Disney’s latest movie, Turning Red, shows how generational trauma can pass down to kids and it’s up to both us and our kids to break it together.
“I’m so sick of being perfect, I’ll never be good enough for her, or anyone,” cries a young Ming when Mei meets her in the astral plane. These words really hit home, especially for some of us who have felt this once in our lives as kids. When expectations are not managed properly, it can hurt kids in so many ways that not many notice. From people-pleasing to fear of the parent, Disney seems to be calling to a lot of parents to be more mindful of dropping expectations on their kids, especially with the Turning Red movie.
Turning Red can hit home
Especially in a culture where the family holds priority over all things, the expectations can be suffocating. Turning Red portrays this through the eyes of 13-year-old Mei who assists in the family business of managing the temple. After realizing she inherited the family’s ability to turn into a Red Panda, she needs to seal away her abilities because of the danger it implies. However, she starts to enjoy her powers and even tries to control them. This doesn’t bode well for Ming, her mother, since her abilities were sealed.
Unfortunately, we parents might rip open a few old wounds.
Our kids will most likely appreciate the movie for all the action. But for parents who have strained relationships with other family members, it might rip open some old wounds. Turning Red not only portrays how trauma damages kids but parents as well. Although many of us may not be able to revisit our past, the movie shows that some of us might have to. In order to become better parents, it’ll require us to face the unprocessed pain our own parents caused us. Confronting our parents about the pain they’ve caused us will not only grant some inner peace but help us move on as parents.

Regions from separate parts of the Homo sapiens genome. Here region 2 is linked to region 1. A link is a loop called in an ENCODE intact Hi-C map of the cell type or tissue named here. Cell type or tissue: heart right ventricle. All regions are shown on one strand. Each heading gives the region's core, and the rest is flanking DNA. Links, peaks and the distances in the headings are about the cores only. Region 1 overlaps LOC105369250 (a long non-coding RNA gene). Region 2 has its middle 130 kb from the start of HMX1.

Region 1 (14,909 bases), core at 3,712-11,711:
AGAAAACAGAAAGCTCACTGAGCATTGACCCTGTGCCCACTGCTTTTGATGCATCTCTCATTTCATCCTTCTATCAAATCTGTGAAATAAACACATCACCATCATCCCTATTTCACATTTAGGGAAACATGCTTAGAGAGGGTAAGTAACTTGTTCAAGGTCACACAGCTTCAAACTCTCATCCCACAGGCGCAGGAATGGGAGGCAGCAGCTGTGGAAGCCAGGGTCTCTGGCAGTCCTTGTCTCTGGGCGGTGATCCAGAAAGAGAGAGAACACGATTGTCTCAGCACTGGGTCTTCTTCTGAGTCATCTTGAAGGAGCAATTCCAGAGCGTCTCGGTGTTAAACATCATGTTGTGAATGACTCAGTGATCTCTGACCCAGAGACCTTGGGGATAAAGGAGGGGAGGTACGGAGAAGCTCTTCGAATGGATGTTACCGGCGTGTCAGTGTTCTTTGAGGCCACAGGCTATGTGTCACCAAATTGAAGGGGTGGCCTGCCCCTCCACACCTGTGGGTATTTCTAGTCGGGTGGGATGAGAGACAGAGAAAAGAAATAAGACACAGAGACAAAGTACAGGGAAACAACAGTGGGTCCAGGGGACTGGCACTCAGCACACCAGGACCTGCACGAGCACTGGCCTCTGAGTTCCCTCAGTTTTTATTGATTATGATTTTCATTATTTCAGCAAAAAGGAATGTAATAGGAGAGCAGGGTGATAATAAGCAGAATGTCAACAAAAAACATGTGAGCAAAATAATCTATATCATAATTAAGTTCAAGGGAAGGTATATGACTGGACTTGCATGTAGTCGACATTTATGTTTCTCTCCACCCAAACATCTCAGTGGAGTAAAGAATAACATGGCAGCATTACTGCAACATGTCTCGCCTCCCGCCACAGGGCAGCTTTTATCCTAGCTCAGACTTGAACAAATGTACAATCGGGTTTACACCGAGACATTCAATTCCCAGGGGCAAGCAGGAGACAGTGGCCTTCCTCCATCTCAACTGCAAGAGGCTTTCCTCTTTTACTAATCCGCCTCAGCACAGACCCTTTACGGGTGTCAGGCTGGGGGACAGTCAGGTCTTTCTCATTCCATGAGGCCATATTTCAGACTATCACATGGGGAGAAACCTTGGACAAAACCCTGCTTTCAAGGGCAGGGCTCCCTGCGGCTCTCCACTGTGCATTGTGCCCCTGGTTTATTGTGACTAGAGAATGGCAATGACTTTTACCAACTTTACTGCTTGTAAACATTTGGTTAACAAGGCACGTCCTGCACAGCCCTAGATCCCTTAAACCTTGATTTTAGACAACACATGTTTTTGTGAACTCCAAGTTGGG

It tackles the dark side of Asian family dynamics.
Asian families are known to raise achievers. But what many don’t see is the cost to become achievers. The demand for perfectionism becomes so extreme that there’s no middle ground. Perfection becomes their “good enough” which leads to low self-esteem and the extreme desire to make everyone happy even at the cost of their own personal desires. Turning Red shows that family can not only be a driving force but a destructive one as well.
Mei shares, “Sometimes, I miss how things were. But nothing stays the same forever.”
While we’re looking for the same charm Disney always had in movies, we know that trends do change. Turning Red is proof that family dynamics have been changing over the years. To abandon the bad and take on the good, there are some things that need to be examined. Sandra Oh‘s and Rosalie Chiang‘s roles of the mother-daughter duo show us and our kids that things need to be worked out together. It’s a good movie to watch especially when both we and our kids have wounds to heal as a family.
Lucky for us, Turning Red is now available in movie cinemas. You can check where it’s available here.